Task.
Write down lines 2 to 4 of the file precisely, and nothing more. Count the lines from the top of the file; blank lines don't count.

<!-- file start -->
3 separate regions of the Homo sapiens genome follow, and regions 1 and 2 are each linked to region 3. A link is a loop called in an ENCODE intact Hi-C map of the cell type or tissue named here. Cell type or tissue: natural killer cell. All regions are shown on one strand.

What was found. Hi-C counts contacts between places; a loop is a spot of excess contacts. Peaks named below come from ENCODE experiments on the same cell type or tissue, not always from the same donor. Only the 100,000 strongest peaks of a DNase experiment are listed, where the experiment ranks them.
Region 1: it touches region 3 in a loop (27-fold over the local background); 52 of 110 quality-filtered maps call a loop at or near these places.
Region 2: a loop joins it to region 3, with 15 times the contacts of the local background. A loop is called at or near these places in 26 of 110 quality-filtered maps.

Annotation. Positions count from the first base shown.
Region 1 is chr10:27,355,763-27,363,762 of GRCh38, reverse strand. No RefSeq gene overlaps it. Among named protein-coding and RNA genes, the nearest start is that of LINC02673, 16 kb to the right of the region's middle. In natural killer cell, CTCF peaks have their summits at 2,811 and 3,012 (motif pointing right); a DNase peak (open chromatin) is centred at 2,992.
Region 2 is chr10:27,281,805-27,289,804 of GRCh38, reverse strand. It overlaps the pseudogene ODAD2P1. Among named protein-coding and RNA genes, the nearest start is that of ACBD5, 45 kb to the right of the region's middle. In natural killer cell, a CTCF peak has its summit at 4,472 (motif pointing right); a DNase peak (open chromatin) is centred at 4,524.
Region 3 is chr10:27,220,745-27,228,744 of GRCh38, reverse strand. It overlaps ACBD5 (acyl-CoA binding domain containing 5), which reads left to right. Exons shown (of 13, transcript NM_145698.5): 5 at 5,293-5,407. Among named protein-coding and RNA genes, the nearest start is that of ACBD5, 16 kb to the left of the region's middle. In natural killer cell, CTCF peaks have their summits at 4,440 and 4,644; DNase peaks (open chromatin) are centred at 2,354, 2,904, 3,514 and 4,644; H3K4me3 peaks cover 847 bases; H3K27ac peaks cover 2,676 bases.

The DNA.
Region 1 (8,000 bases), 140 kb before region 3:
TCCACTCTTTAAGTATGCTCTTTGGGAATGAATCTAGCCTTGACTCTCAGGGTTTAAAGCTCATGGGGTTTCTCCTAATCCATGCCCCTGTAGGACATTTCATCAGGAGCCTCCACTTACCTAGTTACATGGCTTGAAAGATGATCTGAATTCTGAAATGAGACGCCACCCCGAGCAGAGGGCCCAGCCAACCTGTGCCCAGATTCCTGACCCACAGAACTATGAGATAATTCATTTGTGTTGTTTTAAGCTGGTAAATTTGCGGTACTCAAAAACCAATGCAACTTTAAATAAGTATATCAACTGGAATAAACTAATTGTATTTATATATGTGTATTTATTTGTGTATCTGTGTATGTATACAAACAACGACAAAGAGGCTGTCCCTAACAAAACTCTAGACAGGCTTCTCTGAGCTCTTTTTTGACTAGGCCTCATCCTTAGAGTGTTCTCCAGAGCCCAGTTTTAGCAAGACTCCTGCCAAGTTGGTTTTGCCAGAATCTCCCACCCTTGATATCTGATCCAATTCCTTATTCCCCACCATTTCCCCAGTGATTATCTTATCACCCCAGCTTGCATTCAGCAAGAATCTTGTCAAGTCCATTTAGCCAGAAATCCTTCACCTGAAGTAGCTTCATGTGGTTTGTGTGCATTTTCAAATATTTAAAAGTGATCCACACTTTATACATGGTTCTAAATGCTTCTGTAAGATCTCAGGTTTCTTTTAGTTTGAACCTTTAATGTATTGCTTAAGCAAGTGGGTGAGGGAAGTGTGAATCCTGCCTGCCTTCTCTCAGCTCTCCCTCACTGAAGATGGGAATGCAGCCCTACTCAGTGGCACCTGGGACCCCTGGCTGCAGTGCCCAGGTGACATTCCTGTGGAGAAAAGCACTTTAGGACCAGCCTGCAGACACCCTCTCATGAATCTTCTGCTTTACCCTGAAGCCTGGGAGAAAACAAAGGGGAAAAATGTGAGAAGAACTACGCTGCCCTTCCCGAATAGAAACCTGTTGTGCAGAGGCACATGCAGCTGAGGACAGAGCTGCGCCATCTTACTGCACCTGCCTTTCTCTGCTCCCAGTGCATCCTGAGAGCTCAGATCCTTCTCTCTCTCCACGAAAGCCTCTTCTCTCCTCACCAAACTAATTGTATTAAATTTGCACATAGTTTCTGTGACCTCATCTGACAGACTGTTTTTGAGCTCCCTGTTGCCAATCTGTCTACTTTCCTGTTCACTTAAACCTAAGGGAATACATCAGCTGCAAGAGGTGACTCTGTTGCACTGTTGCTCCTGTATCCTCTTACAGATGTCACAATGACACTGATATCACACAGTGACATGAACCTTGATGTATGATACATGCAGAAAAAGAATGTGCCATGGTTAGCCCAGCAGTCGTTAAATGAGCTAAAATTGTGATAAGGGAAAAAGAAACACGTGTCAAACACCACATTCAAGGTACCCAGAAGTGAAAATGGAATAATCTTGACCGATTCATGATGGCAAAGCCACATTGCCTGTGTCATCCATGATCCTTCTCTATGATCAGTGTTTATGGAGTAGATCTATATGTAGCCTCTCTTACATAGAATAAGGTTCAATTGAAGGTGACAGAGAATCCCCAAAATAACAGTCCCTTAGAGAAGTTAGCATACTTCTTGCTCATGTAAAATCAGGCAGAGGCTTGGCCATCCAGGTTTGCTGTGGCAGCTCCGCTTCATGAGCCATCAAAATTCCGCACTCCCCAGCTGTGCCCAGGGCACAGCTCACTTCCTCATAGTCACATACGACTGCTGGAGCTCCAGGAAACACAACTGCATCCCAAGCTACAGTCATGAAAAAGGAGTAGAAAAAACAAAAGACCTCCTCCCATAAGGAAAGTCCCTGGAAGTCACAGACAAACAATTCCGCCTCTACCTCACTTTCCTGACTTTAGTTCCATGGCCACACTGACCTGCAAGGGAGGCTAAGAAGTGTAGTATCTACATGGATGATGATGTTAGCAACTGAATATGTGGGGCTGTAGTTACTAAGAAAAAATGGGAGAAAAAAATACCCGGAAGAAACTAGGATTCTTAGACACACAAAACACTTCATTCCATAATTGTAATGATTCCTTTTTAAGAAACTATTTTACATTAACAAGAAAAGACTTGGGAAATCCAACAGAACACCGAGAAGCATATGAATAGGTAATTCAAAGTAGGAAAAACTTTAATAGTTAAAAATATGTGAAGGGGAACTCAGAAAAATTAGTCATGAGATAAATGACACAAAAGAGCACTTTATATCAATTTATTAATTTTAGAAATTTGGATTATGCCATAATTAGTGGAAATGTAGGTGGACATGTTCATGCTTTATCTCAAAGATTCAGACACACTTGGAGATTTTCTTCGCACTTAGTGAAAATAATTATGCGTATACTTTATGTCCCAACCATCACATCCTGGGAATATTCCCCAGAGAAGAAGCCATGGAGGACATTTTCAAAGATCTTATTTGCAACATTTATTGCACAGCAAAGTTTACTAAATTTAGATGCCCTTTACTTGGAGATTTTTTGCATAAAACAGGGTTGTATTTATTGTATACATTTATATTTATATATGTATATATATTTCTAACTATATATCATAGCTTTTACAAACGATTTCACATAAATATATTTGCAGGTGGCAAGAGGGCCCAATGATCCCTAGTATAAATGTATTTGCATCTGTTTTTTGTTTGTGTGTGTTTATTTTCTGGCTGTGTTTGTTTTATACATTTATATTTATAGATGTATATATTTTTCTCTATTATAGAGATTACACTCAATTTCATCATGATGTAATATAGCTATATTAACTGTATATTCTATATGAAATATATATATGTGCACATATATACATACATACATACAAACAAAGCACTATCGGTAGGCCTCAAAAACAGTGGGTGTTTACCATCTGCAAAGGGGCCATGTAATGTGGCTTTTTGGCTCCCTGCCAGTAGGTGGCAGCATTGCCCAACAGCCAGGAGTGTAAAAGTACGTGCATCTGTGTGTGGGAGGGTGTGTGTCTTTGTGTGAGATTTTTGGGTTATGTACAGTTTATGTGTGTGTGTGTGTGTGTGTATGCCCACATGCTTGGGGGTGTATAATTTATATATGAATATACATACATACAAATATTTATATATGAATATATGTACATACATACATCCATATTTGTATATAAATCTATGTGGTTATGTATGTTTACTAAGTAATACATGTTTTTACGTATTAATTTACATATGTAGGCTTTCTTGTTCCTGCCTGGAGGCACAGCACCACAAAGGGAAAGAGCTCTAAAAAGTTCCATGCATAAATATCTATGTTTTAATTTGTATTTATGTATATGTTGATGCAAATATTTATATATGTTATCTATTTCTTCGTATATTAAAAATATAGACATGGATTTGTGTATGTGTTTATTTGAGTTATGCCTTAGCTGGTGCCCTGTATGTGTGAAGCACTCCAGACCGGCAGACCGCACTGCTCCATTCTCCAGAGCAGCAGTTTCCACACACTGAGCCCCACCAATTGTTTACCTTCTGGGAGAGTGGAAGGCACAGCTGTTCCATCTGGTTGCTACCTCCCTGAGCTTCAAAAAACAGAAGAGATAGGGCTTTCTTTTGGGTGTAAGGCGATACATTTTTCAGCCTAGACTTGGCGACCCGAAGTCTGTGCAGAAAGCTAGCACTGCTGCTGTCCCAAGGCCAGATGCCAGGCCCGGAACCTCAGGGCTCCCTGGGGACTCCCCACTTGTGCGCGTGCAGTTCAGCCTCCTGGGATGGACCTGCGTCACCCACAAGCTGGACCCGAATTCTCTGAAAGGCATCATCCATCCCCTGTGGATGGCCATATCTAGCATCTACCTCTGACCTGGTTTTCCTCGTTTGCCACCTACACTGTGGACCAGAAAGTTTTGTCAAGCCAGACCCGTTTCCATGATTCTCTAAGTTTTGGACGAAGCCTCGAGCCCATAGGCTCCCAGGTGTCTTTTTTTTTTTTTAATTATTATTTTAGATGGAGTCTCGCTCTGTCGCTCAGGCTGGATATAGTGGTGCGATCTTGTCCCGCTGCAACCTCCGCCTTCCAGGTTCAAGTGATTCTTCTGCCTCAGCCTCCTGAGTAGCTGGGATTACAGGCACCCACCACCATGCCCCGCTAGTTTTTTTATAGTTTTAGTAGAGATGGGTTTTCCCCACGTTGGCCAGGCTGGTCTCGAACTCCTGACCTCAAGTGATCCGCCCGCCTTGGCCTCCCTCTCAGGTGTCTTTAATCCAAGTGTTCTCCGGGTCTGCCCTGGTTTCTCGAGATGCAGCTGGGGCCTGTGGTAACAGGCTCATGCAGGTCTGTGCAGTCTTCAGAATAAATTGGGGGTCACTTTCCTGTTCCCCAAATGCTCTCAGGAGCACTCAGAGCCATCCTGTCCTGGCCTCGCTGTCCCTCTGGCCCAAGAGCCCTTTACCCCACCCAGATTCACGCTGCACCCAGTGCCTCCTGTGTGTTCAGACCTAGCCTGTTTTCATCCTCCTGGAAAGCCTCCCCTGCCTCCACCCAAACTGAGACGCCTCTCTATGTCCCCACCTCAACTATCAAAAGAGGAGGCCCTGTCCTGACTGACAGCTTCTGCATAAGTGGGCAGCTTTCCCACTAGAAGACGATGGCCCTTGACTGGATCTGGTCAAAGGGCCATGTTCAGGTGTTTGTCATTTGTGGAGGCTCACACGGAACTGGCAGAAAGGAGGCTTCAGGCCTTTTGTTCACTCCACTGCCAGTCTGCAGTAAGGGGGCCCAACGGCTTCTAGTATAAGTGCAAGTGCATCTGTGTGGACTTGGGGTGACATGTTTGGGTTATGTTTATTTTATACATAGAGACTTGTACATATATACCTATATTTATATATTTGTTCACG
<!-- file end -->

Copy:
What was found. Hi-C counts contacts between places; a loop is a spot of excess contacts. Peaks named below come from ENCODE experiments on the same cell type or tissue, not always from the same donor. Only the 100,000 strongest peaks of a DNase experiment are listed, where the experiment ranks them.
Region 1: it touches region 3 in a loop (27-fold over the local background); 52 of 110 quality-filtered maps call a loop at or near these places.
Region 2: a loop joins it to region 3, with 15 times the contacts of the local background. A loop is called at or near these places in 26 of 110 quality-filtered maps.